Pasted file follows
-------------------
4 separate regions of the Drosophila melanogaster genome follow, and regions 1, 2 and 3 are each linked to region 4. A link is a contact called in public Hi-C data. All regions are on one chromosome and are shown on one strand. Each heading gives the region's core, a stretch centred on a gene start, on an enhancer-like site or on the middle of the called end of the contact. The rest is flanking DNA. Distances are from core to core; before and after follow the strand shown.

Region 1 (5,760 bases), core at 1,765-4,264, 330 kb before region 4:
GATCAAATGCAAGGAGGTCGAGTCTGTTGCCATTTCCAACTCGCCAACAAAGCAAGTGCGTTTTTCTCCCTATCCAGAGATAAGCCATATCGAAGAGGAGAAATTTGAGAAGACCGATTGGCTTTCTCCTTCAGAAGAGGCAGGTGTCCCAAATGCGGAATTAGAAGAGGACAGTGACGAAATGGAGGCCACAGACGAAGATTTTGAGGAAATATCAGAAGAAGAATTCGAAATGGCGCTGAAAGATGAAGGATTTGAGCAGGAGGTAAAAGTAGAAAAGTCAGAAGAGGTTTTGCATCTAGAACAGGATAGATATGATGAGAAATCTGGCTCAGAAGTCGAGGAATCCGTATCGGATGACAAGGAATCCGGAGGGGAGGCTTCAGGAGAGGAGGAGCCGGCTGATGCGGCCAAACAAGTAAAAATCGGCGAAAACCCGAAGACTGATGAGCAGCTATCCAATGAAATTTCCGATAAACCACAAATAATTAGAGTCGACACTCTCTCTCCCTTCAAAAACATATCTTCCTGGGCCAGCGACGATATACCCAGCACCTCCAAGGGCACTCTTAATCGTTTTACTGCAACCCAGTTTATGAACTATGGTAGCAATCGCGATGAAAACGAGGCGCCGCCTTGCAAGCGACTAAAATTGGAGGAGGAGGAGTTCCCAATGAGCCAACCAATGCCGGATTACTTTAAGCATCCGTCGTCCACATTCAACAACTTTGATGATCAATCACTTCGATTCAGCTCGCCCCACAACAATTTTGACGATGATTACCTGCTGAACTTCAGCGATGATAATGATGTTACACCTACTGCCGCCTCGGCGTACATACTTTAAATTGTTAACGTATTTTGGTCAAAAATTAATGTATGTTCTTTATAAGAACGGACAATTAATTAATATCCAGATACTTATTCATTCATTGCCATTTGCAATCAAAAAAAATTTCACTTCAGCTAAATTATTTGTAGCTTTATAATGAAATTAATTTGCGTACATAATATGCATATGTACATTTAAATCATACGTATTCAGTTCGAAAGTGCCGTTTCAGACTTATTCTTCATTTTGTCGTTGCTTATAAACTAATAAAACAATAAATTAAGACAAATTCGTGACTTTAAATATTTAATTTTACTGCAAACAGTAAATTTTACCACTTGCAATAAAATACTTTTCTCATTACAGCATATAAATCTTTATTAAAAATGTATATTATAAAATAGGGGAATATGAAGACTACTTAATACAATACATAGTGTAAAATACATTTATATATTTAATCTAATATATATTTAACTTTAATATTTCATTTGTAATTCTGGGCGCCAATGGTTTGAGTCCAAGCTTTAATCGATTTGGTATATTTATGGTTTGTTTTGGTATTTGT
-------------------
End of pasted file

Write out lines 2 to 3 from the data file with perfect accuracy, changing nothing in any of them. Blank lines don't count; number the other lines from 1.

Region 1 (5,760 bases), core at 1,765-4,264, 330 kb before region 4:
GATCAAATGCAAGGAGGTCGAGTCTGTTGCCATTTCCAACTCGCCAACAAAGCAAGTGCGTTTTTCTCCCTATCCAGAGATAAGCCATATCGAAGAGGAGAAATTTGAGAAGACCGATTGGCTTTCTCCTTCAGAAGAGGCAGGTGTCCCAAATGCGGAATTAGAAGAGGACAGTGACGAAATGGAGGCCACAGACGAAGATTTTGAGGAAATATCAGAAGAAGAATTCGAAATGGCGCTGAAAGATGAAGGATTTGAGCAGGAGGTAAAAGTAGAAAAGTCAGAAGAGGTTTTGCATCTAGAACAGGATAGATATGATGAGAAATCTGGCTCAGAAGTCGAGGAATCCGTATCGGATGACAAGGAATCCGGAGGGGAGGCTTCAGGAGAGGAGGAGCCGGCTGATGCGGCCAAACAAGTAAAAATCGGCGAAAACCCGAAGACTGATGAGCAGCTATCCAATGAAATTTCCGATAAACCACAAATAATTAGAGTCGACACTCTCTCTCCCTTCAAAAACATATCTTCCTGGGCCAGCGACGATATACCCAGCACCTCCAAGGGCACTCTTAATCGTTTTACTGCAACCCAGTTTATGAACTATGGTAGCAATCGCGATGAAAACGAGGCGCCGCCTTGCAAGCGACTAAAATTGGAGGAGGAGGAGTTCCCAATGAGCCAACCAATGCCGGATTACTTTAAGCATCCGTCGTCCACATTCAACAACTTTGATGATCAATCACTTCGATTCAGCTCGCCCCACAACAATTTTGACGATGATTACCTGCTGAACTTCAGCGATGATAATGATGTTACACCTACTGCCGCCTCGGCGTACATACTTTAAATTGTTAACGTATTTTGGTCAAAAATTAATGTATGTTCTTTATAAGAACGGACAATTAATTAATATCCAGATACTTATTCATTCATTGCCATTTGCAATCAAAAAAAATTTCACTTCAGCTAAATTATTTGTAGCTTTATAATGAAATTAATTTGCGTACATAATATGCATATGTACATTTAAATCATACGTATTCAGTTCGAAAGTGCCGTTTCAGACTTATTCTTCATTTTGTCGTTGCTTATAAACTAATAAAACAATAAATTAAGACAAATTCGTGACTTTAAATATTTAATTTTACTGCAAACAGTAAATTTTACCACTTGCAATAAAATACTTTTCTCATTACAGCATATAAATCTTTATTAAAAATGTATATTATAAAATAGGGGAATATGAAGACTACTTAATACAATACATAGTGTAAAATACATTTATATATTTAATCTAATATATATTTAACTTTAATATTTCATTTGTAATTCTGGGCGCCAATGGTTTGAGTCCAAGCTTTAATCGATTTGGTATATTTATGGTTTGTTTTGGTATTTGT